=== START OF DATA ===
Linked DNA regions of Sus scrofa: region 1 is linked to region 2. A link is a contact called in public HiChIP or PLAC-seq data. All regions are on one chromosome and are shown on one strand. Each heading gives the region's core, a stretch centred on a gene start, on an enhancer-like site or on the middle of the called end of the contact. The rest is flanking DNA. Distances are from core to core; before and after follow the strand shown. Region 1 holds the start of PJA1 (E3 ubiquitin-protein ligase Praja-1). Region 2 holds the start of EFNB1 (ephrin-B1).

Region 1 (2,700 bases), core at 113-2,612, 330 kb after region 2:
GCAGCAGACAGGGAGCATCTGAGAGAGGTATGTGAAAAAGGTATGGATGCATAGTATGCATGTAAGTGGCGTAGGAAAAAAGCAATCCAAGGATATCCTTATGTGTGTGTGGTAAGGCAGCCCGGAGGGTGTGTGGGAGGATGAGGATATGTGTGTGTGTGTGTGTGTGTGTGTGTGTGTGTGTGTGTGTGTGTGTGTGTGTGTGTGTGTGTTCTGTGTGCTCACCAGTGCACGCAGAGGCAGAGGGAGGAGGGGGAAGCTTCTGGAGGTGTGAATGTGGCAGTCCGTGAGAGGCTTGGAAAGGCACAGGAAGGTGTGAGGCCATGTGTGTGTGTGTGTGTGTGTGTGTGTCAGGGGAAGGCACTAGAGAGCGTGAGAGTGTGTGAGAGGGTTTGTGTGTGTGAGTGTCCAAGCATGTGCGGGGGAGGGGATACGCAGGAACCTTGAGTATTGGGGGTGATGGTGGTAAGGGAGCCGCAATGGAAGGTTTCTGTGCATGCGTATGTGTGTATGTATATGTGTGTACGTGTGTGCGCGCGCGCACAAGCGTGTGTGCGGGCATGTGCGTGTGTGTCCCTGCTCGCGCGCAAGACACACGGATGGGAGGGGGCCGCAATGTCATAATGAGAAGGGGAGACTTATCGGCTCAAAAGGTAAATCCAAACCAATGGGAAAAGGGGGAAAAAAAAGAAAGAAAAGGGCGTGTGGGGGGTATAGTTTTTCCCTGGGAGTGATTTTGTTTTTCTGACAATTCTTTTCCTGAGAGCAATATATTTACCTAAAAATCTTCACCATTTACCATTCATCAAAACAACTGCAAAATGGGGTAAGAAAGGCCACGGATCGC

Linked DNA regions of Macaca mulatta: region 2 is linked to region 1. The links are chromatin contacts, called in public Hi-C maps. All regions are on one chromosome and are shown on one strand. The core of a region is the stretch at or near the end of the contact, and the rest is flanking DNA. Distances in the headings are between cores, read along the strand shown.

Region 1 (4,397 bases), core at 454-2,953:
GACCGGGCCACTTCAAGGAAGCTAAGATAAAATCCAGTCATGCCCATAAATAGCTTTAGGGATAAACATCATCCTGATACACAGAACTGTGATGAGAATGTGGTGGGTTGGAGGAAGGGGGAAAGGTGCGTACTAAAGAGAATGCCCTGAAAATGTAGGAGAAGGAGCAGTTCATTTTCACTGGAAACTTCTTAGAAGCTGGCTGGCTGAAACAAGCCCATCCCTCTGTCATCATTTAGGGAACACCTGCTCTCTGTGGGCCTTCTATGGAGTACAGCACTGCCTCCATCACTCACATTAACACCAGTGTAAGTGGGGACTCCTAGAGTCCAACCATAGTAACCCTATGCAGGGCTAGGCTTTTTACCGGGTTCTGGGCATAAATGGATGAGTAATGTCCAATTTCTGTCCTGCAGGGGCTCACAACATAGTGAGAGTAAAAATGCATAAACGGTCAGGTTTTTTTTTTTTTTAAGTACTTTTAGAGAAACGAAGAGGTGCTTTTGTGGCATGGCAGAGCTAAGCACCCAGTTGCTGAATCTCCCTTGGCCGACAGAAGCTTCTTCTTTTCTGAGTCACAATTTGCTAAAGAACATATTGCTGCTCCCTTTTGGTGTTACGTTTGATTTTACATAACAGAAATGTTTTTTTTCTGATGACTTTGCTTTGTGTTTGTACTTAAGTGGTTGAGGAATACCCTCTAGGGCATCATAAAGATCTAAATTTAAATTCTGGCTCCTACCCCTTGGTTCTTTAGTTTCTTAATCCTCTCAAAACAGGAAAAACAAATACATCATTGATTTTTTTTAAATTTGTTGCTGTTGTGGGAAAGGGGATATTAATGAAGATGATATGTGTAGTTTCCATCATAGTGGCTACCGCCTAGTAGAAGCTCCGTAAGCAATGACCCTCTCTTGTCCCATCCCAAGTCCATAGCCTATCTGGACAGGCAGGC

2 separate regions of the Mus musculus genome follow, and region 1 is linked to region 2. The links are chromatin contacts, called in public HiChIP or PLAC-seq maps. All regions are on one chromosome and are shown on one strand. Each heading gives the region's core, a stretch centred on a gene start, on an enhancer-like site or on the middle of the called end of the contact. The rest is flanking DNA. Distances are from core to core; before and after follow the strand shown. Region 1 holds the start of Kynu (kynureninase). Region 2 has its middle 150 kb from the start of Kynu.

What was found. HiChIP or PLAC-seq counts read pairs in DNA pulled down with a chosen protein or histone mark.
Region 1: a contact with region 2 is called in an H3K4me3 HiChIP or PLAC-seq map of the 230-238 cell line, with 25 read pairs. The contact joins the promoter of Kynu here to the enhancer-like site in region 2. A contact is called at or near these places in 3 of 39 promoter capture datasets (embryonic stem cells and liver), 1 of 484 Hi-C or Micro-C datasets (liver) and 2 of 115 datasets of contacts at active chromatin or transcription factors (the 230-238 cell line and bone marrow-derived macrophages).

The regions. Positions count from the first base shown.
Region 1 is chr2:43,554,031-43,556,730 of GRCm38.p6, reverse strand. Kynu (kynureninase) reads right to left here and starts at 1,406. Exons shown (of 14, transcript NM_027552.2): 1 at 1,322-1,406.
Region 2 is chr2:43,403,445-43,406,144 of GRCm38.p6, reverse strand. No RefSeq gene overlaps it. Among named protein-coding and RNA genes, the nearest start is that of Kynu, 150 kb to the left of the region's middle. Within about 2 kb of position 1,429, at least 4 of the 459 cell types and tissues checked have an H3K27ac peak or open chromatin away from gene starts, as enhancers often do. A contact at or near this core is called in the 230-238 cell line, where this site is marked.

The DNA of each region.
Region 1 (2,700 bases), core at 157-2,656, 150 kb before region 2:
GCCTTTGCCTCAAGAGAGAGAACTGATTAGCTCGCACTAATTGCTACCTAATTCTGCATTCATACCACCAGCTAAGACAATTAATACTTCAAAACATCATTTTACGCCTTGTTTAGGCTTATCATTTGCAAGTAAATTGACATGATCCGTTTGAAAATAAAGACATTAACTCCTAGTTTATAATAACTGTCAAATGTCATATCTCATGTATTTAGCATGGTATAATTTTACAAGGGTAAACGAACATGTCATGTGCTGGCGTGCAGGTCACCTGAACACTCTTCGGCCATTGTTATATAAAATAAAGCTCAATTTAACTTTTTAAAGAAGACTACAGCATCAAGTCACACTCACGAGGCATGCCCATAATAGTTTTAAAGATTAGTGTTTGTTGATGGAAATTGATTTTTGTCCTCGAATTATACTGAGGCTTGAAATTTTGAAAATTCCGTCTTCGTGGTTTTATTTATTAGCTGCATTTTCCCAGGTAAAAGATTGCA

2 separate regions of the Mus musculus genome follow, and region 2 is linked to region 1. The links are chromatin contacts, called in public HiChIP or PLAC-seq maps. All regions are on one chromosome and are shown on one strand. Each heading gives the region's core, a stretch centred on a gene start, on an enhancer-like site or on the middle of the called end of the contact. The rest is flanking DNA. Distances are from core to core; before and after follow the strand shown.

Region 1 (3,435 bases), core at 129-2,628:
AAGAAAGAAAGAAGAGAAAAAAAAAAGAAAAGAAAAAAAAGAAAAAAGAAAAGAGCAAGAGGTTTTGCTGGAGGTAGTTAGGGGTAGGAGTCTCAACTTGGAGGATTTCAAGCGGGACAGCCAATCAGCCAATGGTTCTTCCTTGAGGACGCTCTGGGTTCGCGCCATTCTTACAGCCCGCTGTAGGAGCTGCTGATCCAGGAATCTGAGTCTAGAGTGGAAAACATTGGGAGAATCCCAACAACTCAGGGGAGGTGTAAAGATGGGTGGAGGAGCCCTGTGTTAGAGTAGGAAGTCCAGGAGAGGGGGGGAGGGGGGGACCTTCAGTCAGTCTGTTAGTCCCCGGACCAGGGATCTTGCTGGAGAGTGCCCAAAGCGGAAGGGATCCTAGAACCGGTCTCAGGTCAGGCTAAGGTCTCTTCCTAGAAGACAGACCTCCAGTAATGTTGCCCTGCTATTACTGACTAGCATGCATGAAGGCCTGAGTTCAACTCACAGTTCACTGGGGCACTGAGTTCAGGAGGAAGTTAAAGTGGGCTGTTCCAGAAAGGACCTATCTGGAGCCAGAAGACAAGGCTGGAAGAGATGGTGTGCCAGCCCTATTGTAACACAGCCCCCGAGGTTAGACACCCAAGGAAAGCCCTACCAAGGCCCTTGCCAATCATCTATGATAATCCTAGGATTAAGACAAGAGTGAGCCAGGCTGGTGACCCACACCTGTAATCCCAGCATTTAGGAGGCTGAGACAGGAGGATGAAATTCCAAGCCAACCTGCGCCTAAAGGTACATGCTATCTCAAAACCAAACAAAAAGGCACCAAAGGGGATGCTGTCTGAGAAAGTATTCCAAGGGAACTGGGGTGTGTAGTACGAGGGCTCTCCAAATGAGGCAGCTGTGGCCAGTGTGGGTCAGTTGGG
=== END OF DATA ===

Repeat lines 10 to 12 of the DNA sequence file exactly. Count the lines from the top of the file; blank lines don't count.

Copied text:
The regions. Positions count from the first base shown.
Region 1 is chr2:43,554,031-43,556,730 of GRCm38.p6, reverse strand. Kynu (kynureninase) reads right to left here and starts at 1,406. Exons shown (of 14, transcript NM_027552.2): 1 at 1,322-1,406.
Region 2 is chr2:43,403,445-43,406,144 of GRCm38.p6, reverse strand. No RefSeq gene overlaps it. Among named protein-coding and RNA genes, the nearest start is that of Kynu, 150 kb to the left of the region's middle. Within about 2 kb of position 1,429, at least 4 of the 459 cell types and tissues checked have an H3K27ac peak or open chromatin away from gene starts, as enhancers often do. A contact at or near this core is called in the 230-238 cell line, where this site is marked.